Our study also found that the fried-processed dietary pattern was positively associated with increased risk of moderate/severe impaired kidney function and proteinuria severity. However, the association between the fried-processed dietary pattern with proteinuria severity was altered after further adjustment in model 2 (OR = 1.06, 95% CI: 0.91, 1.23, P = 0.46) and model 3 (OR = 1.02, 95% CI: 0.83, 1.25, P = 0.88). Previous studies have reported that subjects with higher adherence to typical Western dietary patterns were associated with increased creatinine levels and decreased eGFR levels [9,10,11, 41, 42]. The Nurses’ Health Study has found that high adherence to a Western dietary pattern, characterized by high intake of meat, processed meat, saturated fat, and sweets, was positively correlated with rapid eGFR decline and albuminuria [9,10,11]. Two recent studies among Singaporean Chinese and US adults also addressed that red meat and processed meat were associated with the onset of CKD and kidney failure [41, 42]. In addition, a Southern dietary pattern, consisted of primarily fried-processed foods, organ meats, and sweetened beverages, was correlated with increased mortality in CKD subjects [43]. In general, animal-based protein with high phosphorus and biological value could produce acid metabolites and increase dietary acid load, which may provoke the kidney to excrete excess acid. A dietary acid load was found to be positively associated with the progression of advanced CKD stage and albuminuria [44, 45]. In addition, our study also showed that there was a negative association between dairy-grain dietary pattern and proteinuria severity. Differences in the direction between protein-rich dietary patterns and kidney dysfunction could possibly be explained by the composition of amino acids and fatty acids between non-dairy and dairy foods. Dairy foods contain large amounts of branched-chain amino acids, which have a lesser effect on kidney function [46].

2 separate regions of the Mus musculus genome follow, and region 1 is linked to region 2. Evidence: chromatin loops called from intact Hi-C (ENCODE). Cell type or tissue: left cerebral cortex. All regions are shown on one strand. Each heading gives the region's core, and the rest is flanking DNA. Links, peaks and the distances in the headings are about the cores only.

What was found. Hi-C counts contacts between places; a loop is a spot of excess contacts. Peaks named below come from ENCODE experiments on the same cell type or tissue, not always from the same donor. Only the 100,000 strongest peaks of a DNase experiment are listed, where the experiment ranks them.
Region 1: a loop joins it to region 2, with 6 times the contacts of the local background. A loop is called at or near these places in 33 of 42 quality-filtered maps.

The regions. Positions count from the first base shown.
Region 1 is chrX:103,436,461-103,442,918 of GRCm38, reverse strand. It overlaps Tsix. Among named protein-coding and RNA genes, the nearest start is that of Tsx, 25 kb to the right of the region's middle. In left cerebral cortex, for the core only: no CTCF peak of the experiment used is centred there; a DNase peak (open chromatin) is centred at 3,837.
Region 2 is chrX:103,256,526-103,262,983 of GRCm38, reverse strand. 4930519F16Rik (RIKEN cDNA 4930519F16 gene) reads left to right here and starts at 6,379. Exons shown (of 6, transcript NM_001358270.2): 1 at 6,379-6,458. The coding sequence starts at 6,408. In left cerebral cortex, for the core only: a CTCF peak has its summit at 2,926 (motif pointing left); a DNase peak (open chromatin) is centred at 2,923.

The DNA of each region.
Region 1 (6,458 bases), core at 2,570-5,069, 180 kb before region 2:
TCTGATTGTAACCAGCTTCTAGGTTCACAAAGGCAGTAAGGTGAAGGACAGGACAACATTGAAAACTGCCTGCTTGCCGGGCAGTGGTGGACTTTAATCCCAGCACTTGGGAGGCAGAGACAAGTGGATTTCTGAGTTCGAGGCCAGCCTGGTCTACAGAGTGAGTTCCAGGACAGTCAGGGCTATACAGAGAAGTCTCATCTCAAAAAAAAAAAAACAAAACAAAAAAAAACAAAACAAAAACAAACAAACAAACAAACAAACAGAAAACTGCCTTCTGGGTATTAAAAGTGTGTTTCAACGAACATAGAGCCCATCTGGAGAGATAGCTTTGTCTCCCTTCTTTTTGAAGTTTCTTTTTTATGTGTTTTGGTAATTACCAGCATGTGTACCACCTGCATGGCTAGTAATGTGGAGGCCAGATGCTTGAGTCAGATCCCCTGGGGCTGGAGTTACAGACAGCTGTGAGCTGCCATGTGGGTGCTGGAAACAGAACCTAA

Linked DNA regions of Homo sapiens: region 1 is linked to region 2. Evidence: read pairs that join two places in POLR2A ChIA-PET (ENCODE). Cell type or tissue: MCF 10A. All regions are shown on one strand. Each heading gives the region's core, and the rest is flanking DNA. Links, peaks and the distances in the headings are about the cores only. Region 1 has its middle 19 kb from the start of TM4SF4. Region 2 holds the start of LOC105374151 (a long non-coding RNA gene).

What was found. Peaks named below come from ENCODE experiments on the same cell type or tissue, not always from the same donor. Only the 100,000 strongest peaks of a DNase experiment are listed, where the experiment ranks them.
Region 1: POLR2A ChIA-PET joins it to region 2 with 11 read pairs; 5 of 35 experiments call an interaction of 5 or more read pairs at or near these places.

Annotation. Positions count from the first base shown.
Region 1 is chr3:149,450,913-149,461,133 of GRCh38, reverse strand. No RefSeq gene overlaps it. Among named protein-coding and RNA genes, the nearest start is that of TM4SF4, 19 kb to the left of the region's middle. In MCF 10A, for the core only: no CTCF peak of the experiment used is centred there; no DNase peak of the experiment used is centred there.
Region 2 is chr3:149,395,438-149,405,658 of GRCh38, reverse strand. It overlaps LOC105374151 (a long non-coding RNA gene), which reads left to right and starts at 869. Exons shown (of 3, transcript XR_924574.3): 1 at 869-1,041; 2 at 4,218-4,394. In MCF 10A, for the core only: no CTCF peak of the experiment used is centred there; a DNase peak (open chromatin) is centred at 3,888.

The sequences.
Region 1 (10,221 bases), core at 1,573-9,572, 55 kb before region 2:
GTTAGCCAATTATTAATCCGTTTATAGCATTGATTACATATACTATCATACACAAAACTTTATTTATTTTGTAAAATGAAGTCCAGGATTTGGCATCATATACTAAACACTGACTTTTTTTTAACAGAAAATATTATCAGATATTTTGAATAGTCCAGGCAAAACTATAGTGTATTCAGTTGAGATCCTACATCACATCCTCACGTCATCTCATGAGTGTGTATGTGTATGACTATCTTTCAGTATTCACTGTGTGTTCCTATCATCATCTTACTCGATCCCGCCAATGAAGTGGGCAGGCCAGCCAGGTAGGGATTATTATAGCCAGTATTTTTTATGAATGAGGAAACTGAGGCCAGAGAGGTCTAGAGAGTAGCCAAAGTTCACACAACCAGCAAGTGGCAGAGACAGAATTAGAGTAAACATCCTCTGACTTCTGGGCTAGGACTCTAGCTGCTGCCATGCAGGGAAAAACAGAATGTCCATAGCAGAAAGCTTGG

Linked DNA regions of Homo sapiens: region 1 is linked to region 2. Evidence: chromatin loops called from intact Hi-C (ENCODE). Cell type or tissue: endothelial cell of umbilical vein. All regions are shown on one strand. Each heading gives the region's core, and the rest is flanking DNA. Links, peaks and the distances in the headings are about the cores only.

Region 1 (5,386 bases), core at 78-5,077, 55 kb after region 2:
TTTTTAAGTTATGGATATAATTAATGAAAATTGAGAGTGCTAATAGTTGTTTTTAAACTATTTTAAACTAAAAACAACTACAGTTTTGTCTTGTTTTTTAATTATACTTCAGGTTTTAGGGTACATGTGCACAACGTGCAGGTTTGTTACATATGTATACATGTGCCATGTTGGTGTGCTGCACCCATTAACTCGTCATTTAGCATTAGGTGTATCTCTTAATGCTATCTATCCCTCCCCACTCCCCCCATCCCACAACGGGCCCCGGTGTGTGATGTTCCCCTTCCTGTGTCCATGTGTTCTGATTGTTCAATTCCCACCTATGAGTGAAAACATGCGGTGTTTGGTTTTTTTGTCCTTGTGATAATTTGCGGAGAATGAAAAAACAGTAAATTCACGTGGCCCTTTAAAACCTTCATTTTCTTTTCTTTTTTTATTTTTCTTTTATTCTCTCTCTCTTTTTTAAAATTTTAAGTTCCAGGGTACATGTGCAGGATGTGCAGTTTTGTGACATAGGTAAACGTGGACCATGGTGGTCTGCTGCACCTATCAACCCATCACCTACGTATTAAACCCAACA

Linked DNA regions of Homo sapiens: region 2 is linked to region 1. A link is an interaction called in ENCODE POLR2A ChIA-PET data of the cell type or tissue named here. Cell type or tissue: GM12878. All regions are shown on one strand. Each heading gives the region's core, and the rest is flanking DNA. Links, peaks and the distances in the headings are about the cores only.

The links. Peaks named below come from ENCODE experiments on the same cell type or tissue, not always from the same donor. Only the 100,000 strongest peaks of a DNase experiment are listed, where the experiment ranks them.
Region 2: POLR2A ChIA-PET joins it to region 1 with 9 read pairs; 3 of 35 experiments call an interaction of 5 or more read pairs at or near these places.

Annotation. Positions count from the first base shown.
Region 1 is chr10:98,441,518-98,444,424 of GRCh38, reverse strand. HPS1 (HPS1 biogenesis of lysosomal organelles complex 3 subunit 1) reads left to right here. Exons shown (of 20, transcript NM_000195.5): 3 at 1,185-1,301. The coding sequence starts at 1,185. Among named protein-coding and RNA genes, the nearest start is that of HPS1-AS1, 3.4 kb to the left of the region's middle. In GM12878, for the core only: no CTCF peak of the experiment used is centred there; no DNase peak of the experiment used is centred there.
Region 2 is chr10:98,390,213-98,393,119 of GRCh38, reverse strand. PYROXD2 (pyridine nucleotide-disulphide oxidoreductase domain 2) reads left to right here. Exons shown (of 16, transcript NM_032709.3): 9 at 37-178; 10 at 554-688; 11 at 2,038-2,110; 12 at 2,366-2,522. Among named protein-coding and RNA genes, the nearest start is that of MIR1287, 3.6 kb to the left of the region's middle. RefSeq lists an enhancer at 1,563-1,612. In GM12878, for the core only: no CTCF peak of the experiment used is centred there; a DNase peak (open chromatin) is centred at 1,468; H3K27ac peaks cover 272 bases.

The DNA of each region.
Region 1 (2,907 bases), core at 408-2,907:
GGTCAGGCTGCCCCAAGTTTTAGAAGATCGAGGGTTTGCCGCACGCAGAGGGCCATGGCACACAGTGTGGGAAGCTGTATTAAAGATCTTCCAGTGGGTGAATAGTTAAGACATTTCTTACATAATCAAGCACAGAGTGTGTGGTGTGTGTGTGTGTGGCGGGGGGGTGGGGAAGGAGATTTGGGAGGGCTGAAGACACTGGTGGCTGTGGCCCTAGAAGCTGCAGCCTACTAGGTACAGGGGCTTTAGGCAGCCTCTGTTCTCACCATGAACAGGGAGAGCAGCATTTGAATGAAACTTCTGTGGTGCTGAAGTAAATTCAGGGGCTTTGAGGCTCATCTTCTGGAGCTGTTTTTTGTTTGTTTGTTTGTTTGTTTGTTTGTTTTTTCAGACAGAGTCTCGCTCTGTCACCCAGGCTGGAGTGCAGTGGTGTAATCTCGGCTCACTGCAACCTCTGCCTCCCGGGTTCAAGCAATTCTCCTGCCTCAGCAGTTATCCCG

In our study, the vege-seafood dietary pattern had an inverse association with the severity of impaired kidney function and proteinuria. Consistent with our findings, a cross-sectional study in Taiwan demonstrated that a dietary pattern with high intake of fish and vegetables had a positive association with kidney function [12]. Diets rich in whole grains, fruits, and low-fat dairy products were also correlated with lower risks of albuminuria [46] and mortality [47]. Moreover, a large prospective cohort study reported that plant sources of protein; like legumes/nuts, dairy protein, fish, and seafood reduced the risk of CKD [42]. Plant-based protein is predominantly alkaline-forming. Diets high in plant-based protein, fruits, and vegetables have been reported to be associated with higher blood bicarbonate levels, lower blood pressure, reduced renal acid load, decreased uremic toxin and inflammatory markers, and reduced serum creatinine and proteinuria [46, 48,49,50,51]. Seafood that is rich in polyunsaturated fatty acids has anti-inflammatory properties, which may also improve kidney function [52].